Following the publication of the VAT legislation in Bahrain and the start of a new year, VAT has now become a reality in Bahrain. Bahrain is the third GCC country introducing VAT and the National Bureau of Taxation (“NBT”) will be policing it. In this article we will touch upon the most interesting and striking parts of the VAT legislation.
Unlike the UAE and KSA, the Bahraini VAT legislation provides for an exemption for the supply or lease of both residential and commercial buildings. Bahrain is the first GCC country that implements a VAT exemption for the supply and lease of commercial buildings. The exemption may have far reaching consequences for the real estate market.
Furthermore, a zero rate is applicable on construction services related to new buildings (residential and industrial). Goods supplied by a business that supplies construction services and which are supplied in the course of providing construction services for a new building, are also zero rated. This includes for instance building materials and materials necessary to construct specialised raised flooring for computer server rooms.
However, goods like furniture that is not affixed to the building, swimming pools and decorative lighting, paintings, carpets and murals and other artwork are not zero rated.
The zero rate is also not applicable on restoration works, demolition of existing buildings and architects and interior design fees. VAT incurred on these purchases will therefore constitute a cost for businesses who want to sell or lease their new constructed building.
Bahrain implemented the optional provision in the GCC VAT Agreement and applies a zero rate on the supply and import of certain basic food items. Bahrain is again the first GCC country doing this. The Bahraini Tax Authority published the list with zero rated items, indicating that 94 types of food will fall under this special rule. The list includes ten categories:
Note that the supply of food by restaurants, coffee shops or caterers will still be subject to the standard rate. There is a great deal of conflict expected around the interpretation of mixed supplies which include a zero rated part, or between take in and take out products.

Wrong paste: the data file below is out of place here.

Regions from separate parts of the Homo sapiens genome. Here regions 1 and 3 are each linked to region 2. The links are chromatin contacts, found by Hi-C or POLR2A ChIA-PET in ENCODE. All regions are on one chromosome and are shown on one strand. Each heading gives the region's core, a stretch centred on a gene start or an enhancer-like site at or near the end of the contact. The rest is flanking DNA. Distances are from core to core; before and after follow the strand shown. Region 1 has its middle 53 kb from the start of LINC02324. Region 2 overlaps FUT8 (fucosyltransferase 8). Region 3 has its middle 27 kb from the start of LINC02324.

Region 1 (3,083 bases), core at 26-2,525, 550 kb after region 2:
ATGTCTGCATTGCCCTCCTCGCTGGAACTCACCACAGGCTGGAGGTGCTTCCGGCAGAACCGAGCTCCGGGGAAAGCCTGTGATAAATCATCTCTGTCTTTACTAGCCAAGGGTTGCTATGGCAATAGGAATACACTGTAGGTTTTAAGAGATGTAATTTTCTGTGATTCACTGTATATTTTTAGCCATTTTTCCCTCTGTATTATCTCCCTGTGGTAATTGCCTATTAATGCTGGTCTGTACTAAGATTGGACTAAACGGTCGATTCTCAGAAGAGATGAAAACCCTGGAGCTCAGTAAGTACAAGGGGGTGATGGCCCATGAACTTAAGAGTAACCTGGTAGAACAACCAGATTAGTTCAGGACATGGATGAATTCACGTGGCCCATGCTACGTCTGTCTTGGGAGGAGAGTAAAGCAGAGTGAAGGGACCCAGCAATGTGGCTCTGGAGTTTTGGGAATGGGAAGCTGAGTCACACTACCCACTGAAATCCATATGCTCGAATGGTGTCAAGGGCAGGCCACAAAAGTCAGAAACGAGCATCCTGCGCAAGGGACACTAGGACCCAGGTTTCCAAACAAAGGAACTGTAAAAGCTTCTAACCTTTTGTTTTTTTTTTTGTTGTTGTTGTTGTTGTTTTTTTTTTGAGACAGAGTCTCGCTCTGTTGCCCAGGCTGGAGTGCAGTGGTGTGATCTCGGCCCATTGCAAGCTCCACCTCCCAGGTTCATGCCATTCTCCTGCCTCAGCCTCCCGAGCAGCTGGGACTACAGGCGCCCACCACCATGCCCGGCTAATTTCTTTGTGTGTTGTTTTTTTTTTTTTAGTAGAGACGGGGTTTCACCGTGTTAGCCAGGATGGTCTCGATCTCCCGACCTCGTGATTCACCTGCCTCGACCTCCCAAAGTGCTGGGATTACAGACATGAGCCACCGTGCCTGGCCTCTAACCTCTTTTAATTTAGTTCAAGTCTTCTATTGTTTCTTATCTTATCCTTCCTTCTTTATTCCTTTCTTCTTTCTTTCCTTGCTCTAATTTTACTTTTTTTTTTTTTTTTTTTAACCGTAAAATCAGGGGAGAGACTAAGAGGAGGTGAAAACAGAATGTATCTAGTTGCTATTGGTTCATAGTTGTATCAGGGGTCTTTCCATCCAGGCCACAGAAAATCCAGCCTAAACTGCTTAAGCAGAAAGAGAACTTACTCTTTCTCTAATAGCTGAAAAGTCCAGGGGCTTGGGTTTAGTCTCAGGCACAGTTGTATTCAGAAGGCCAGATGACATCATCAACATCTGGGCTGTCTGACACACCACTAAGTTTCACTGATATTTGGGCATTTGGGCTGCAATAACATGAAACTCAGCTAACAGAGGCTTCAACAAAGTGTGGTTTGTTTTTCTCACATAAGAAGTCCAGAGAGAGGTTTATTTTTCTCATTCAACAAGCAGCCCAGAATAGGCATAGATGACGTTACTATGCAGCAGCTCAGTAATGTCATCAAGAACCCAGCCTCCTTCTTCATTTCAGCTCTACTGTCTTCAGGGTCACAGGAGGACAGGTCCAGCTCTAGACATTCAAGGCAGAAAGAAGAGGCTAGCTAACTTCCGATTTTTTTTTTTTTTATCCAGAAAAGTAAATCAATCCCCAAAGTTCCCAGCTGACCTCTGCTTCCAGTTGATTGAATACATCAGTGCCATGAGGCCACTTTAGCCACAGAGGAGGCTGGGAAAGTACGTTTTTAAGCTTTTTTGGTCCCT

Bahrain has taken an unoriginal position in line with KSA and UAE. Financial services are exempt from VAT, except where the consideration for the service is expressly determined as a fee, commission or commercial discount. Financial services are defined as services related to cash transactions in the VAT Executive Regulations.
Additionally the regulations also include a list with examples of financial services that are exempt (e.g. depositing money in current accounts, savings accounts or deposits, granting and transferring loans, borrowings and credit, issue or cancellation of cheques, debit cards and credit cards).
Some services like the issue, allotment, or transfer of ownership of an equity security or debt security and life insurance and reinsurance contracts, will be exempt, irrespective of how the consideration for them is payable.
Furthermore the supply of financial services to non-residents will be zero rated.
In case the financial institution supplies services which do not fall under the VAT exemption nor the zero rate, the standard rate will have to be charged. Consequently the financial institutions will have to issue compliant invoices. In this regard the regulations clarify that a bank statement shall be treated as a tax invoice provided it contains certain information like the name, address and registration number of the bank in the Kingdom and the name and address of the customer.